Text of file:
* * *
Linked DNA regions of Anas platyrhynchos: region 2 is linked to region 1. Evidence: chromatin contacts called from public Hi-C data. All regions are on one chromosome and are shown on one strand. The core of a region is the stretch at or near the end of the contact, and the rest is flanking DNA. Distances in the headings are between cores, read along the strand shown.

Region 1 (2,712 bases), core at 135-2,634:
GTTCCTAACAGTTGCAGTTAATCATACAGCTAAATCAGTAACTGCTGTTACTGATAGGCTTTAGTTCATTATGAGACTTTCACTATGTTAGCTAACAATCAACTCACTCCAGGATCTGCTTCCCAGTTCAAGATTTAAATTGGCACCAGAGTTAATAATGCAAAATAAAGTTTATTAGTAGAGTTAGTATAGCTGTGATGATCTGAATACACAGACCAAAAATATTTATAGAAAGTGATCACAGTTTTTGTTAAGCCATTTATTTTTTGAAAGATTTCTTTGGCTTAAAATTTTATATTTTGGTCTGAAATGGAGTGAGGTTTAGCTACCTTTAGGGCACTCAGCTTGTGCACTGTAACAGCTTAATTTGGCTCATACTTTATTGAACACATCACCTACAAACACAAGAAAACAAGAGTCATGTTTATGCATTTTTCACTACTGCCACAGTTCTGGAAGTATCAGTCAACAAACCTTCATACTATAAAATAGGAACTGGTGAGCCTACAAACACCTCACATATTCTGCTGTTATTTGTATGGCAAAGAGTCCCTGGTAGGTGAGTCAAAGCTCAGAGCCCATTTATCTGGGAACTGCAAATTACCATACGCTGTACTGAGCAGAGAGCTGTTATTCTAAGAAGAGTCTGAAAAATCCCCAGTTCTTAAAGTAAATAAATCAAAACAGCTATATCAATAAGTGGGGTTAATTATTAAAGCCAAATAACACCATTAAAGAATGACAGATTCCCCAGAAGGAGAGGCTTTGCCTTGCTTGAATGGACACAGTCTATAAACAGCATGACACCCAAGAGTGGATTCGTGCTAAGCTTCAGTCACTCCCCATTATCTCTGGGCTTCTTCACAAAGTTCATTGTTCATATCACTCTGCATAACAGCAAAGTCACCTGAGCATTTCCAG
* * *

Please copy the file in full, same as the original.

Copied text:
Linked DNA regions of Anas platyrhynchos: region 2 is linked to region 1. Evidence: chromatin contacts called from public Hi-C data. All regions are on one chromosome and are shown on one strand. The core of a region is the stretch at or near the end of the contact, and the rest is flanking DNA. Distances in the headings are between cores, read along the strand shown.

Region 1 (2,712 bases), core at 135-2,634:
GTTCCTAACAGTTGCAGTTAATCATACAGCTAAATCAGTAACTGCTGTTACTGATAGGCTTTAGTTCATTATGAGACTTTCACTATGTTAGCTAACAATCAACTCACTCCAGGATCTGCTTCCCAGTTCAAGATTTAAATTGGCACCAGAGTTAATAATGCAAAATAAAGTTTATTAGTAGAGTTAGTATAGCTGTGATGATCTGAATACACAGACCAAAAATATTTATAGAAAGTGATCACAGTTTTTGTTAAGCCATTTATTTTTTGAAAGATTTCTTTGGCTTAAAATTTTATATTTTGGTCTGAAATGGAGTGAGGTTTAGCTACCTTTAGGGCACTCAGCTTGTGCACTGTAACAGCTTAATTTGGCTCATACTTTATTGAACACATCACCTACAAACACAAGAAAACAAGAGTCATGTTTATGCATTTTTCACTACTGCCACAGTTCTGGAAGTATCAGTCAACAAACCTTCATACTATAAAATAGGAACTGGTGAGCCTACAAACACCTCACATATTCTGCTGTTATTTGTATGGCAAAGAGTCCCTGGTAGGTGAGTCAAAGCTCAGAGCCCATTTATCTGGGAACTGCAAATTACCATACGCTGTACTGAGCAGAGAGCTGTTATTCTAAGAAGAGTCTGAAAAATCCCCAGTTCTTAAAGTAAATAAATCAAAACAGCTATATCAATAAGTGGGGTTAATTATTAAAGCCAAATAACACCATTAAAGAATGACAGATTCCCCAGAAGGAGAGGCTTTGCCTTGCTTGAATGGACACAGTCTATAAACAGCATGACACCCAAGAGTGGATTCGTGCTAAGCTTCAGTCACTCCCCATTATCTCTGGGCTTCTTCACAAAGTTCATTGTTCATATCACTCTGCATAACAGCAAAGTCACCTGAGCATTTCCAG